Using an Immersion Heater as a Solar Diverter

Brief: How to use excess solar and proportionately control your immersion heater with Loxone.

Solar panels, also known as photovoltaic (PV) panels, convert sunlight into electricity, which can be used to power appliances, lighting, zoned heating and more. By harnessing renewable energy from the sun, homeowners can significantly reduce their electricity bills, decrease their carbon footprint, and contribute to a more sustainable future.

In this scenario we’ll use some hypotheticals and example electricity unit prices. Let’s say your customer’s house needs 10kW to run all needed devices as a practical example. If the solar panels installed on the property cannot meet this requirement and only produce 8kW, the rest will be bought from the grid for £0.34/kWh. If the solar cells manage to produce 12kW, one option is to sell the excess 2kW back to the grid (in other words, export it) for, let’s say, £0.05/kWh. The other option is to use this excess energy across the appliances and installations that require electricity to work. This will maximise energy self-consumption and save on costs.

One area to target with this excess power is the hot water system. Normally a boiler heats up the water, and if it fails or a boost is needed, the immersion heater is switched on. In our scenario, a 170L cylinder switching the immersion on pulls 6kW of power immediately, regardless of how much is actually required. In our previous example, even if the solar system has produced 12kW of energy, we will still need to purchase 4kW to provide for this.
Introducing a Solid State Relay (SSR) can help with this, as it gives control by turning the immersion heater on proportionally to use only the amount of power relevant to our surplus and therefore minimise additional costs.

The Solar Immersion Diverters currently available on the market can do this, but they are standalone solutions focusing the flow of surplus energy to the immersion heater only.


Solution: Using the hot water tank as energy storage with surplus solar.

Loxone brings logic that tells the SSR how much to use from the produced surplus energy. One RGBW Dimmer channel controlled by the Miniserver informs the SSR how much of the surplus energy is available to send to the immersion.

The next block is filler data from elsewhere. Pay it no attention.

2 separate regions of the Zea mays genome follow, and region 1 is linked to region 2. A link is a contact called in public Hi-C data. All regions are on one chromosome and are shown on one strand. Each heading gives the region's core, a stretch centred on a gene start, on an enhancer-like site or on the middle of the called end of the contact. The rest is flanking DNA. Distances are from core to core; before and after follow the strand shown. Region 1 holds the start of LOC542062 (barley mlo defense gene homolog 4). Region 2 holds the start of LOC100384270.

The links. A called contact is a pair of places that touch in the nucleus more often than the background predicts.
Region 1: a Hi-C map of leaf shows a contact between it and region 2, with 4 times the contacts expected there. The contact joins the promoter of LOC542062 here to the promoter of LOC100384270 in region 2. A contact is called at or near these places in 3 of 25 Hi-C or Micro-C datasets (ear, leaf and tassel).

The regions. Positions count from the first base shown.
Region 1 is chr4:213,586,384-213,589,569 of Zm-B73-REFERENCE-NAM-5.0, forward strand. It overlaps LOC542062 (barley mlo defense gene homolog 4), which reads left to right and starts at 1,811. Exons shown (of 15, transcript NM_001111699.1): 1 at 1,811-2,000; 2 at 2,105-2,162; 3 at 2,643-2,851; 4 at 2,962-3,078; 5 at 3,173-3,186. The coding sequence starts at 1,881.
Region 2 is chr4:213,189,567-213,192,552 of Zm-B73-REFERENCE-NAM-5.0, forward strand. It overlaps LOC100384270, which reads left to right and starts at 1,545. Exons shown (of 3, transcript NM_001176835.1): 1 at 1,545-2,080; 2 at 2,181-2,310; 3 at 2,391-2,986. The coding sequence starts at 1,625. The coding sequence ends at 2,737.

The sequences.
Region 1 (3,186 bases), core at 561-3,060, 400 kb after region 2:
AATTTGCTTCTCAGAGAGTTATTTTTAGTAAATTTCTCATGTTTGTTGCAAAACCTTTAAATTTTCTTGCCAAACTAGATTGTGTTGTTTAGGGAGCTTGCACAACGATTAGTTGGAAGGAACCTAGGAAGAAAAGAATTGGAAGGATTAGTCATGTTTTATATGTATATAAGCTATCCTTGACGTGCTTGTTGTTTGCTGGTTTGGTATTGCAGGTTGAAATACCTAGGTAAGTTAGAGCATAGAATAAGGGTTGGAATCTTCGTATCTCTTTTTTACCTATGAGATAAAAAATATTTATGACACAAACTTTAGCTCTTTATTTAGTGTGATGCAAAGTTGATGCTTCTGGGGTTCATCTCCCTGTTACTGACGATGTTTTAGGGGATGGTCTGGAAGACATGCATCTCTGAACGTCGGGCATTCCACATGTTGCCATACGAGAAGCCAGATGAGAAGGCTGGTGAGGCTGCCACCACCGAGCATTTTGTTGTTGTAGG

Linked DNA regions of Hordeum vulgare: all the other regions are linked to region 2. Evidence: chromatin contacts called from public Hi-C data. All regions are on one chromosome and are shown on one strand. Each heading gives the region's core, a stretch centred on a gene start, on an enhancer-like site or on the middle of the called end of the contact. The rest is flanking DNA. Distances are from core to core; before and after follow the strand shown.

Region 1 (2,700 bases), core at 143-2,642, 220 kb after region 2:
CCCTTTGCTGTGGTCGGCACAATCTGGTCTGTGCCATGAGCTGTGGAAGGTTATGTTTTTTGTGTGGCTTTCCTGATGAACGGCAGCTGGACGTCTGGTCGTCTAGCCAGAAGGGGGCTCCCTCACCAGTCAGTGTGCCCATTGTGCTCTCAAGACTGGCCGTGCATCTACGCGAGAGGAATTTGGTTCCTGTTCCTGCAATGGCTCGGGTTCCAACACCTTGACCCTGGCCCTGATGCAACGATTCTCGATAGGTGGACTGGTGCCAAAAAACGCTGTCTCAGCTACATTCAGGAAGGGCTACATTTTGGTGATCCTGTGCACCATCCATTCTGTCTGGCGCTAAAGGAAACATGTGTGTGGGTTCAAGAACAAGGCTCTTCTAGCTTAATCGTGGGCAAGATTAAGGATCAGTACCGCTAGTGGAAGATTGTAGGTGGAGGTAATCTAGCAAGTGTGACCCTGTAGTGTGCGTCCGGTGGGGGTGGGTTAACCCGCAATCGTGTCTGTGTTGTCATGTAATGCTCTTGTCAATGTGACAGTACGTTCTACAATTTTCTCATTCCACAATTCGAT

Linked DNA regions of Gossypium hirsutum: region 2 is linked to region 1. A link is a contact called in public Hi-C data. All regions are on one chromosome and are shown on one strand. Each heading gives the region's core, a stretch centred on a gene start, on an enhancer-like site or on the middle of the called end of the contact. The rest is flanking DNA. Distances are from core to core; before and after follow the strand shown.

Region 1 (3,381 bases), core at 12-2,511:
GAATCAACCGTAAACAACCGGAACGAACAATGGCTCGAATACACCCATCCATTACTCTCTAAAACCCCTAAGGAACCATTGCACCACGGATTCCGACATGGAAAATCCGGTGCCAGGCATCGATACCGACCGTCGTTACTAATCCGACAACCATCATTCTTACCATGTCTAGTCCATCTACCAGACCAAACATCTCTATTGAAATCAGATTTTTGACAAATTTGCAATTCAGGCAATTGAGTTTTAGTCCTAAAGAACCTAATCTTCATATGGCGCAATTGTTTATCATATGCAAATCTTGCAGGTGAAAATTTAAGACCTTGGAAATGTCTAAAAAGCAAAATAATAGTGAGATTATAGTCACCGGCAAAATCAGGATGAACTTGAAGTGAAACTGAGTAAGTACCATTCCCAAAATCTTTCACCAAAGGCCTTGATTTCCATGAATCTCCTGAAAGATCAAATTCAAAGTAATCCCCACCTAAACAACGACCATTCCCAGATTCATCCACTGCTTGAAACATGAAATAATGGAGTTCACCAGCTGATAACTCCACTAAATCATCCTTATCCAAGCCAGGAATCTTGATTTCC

With Loxone, it’s also possible to check the water temperature with a 1-wire probe or 0-10V probe to make sure it reaches a desired temperature as well as working as overheat protection – although the hot water cylinder will likely have its own failsafe for the latter. Where the Loxone automation system excels is redirecting the additional energy elsewhere once this has been done.

The Loxone building automation system provides holistic energy management instead of a single application solution. It monitors the power production and consumption throughout the whole building, and controls this expanded system by making a decision on whether or not to use the surplus energy to heat the immersion heater, redirect it into a car charger or start appliances like dishwashers.

If we use the surplus power instead of selling it, the following costs and returns can be associated as a rough estimate when using our hypothetical scenario and pricing from above:

There is a 25p difference between buying (£0.30/kWh) and selling (£0.05/kWh) energy. If we use 2kWh surplus a day on average as per our example above, we can divert it and save 50p. Multiplying that with 365 days in a year means we save £182.5 by utilising this surplus. Naturally, not every day will be sunny enough for surplus, but on the flipside we aren’t taking into account the saving of not having to use energy from the grid to provide the equivalent heating.
If we assume this integration is for an existing Loxone installation, the cost associated with the equipment needed to integrate the immersion heater (RGBW dimmer + SSR + Temp Probe + Config) adds up to an estimated £175.
This means we can see a return on investment as soon as 11 months.

Due to this all being controlled from the heart of the installation – the Miniserver – all other automated functions in the building such as the zoned heating and the smart blinds work through a single smart home system instead of multiple expensive single source solutions, making the Loxone system even more cost effective in the long term. Features for lighting, heating, multiroom audio and more are intelligently controlled from the Miniserver to improve comfort, security and energy efficiency in any smart home, building or special application.



Download the sample Config file:

Using an Immersion Heater as a Solar Diverter

For this specific configuration, go to the ‘Energy’ page within the sample file.



Local regulations and standards need to be observed. The contents of this page make certain installation and electricity cost assumptions. The information herein does not replace the contextual know-how of a Loxone Partner. As a professionally-installed solution, please consult with a Loxone Partner to realise any of the functionality listed in this Use Case.